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Time to Clean Out Your Closets

It’s hard to believe that the school year over and summer is just around the corner. This is a great time to go through your kids’ closets and donate all of those clothes that no longer fit or sports equipment that they have outgrown. While you are at it, summer is also a great time to go through your own old and weathered items as well.

By spending a couple of weekends or so cleaning out your closets, storage rooms, and garage your home can benefit in three ways. One, your home will benefit by the reduction in clutter. Second, others can benefit from your unused items if you donate them to charity. Thirdly, you can benefit financially because charitable donations can be deductible on your tax return.

Below are seven things to think about if you are considering donating your old household items to charity.

1. Do I Qualify To Take A Charitable Deduction?

If you would like to donate your old household goods and would like to claim a tax deduction, the first thing you should determine is if you are eligible to take a tax deduction. The Charitable Donation deduction is available to you if you are also eligible to itemize your deductions on your tax return (Schedule A). All tax payers are eligible for the Standard Deduction. For 2017, the standard deduction is:

Filing Status                                   Standard Deduction

Single                                                    $6,350

Head Of Household                              $9,350

Married Filing Jointly                           $12,700

Married Filing Separately                      $6,350

 

You are eligible to take itemized deductions if the total of all your deductions is greater than the Standard Deduction for your Filing Status. For example if you file Married Filing Jointly and your mortgage interest deduction for 2017 is $10,000, your state tax deduction is $2,500, and your charitable deduction is $3,000. Your total itemized deductions of $15,500 exceed your standard deduction of $12,700. Therefore, you can itemize all your deductions on Schedule A.

2. Who Should I Donate My Items To?

The good news is that there are plenty of charitable organizations that you can donate your household goods to. However, to qualify for the charitable deduction, the organization must be a Qualified Charitable Organization that is tax exempt and eligible to receive tax-deductible charitable contributions. Examples of qualified organizations are churches, Goodwill, Veterans groups, and The Salvation Army. Examples of non-qualified organizations are country clubs, political organizations, and social clubs. To find out if a charity qualifies click here.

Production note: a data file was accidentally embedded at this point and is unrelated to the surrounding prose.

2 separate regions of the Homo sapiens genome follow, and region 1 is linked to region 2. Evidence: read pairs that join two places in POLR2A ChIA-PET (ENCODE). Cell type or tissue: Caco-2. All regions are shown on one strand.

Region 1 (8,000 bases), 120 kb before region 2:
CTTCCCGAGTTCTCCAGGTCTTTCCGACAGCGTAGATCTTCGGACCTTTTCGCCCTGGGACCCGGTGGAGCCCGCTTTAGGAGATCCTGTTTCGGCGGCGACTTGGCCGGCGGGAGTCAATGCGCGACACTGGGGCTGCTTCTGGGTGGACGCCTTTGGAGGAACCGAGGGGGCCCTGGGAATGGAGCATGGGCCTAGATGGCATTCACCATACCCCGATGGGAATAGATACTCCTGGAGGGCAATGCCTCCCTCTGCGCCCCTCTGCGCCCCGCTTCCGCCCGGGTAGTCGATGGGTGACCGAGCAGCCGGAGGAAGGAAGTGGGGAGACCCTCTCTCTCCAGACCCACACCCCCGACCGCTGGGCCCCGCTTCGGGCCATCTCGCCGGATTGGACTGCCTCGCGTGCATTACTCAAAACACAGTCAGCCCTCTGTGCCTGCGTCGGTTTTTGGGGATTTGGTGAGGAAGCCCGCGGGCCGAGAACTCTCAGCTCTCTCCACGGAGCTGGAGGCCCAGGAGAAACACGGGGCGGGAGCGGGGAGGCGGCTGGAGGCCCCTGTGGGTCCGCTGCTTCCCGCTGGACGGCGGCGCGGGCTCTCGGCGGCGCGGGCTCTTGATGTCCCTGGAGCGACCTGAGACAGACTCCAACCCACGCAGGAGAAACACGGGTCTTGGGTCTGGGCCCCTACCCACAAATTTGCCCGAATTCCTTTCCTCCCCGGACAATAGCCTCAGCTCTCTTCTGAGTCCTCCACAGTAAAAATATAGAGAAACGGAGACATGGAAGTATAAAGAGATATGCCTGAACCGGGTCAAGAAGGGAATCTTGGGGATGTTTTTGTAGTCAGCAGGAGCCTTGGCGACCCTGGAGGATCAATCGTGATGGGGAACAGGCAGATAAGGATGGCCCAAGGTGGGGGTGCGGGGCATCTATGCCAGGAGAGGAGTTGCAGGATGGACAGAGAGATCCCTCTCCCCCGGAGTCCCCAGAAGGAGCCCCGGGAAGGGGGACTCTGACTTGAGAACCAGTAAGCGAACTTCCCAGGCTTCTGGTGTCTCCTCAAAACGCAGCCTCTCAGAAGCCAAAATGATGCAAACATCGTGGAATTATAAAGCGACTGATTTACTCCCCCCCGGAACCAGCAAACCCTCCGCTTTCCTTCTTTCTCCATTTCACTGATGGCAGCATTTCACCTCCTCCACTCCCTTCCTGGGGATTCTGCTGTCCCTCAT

3. What Is the Deadline?

If you want to make a tax deductible donation, you have to do it by December 31st and charitable donations are only deductible in the year the donation is made. That is why it is a good idea to donate most of your charitable contributions in the summer when you have the time and energy to do it. It gets more challenging to take this project on when you are also dealing with school plus the Holidays.

4. What are the limits?

Keep in mind that there is a limit to how much you can deduct on your tax return for charitable donations. Depending on the organization, your deduction will be limited to 30% or 50% of your Adjusted Gross Income. This will probably only impact you if you plan on donating large dollar value items. For most household items, this shouldn’t be an issue. However, if you do fall into this category, any amount over the limit can be carried over and deducted the following year.

5. Do I Need To Track My Donations?

You must have a written record of your donation to deduct it on your tax return. The written record must show the name of the organization, date, location of contribution, fair value of contribution, and description of items donated. For any non-cash contributions less than $250, you will need a receipt from the organization as the record. For donations greater than $250 but less than $500, you will need a written acknowledgement (letter of some kind) as the record. If the donation is over $500 but less than $5,000 you will also need documentation that shows how you acquired the property (purchase, gift, inheritance, etc.). Anything above $5,000 will generally require an appraisal as well.

6. How much is it worth?

Turbo Tax has a free tool called “It’s Deductible” which give you options for determining the market value of your donation depending on its condition. It also allows you track your donations throughout the year. To find out more go to Turbo Tax.

7. What Can’t I Donate?

There are certain items that charities will not take. They will not take your broken or unusable items. Basically, it has to be in working order and can be used or re-sold by the charity. It is best to check with the charity you are working with to find out what items they will not accept. 

For more information on de-cluttering your home and giving to charitable organizations at the same time, go to http://www.home-storage-solutions-101.com/donate-household-items-to-charity.html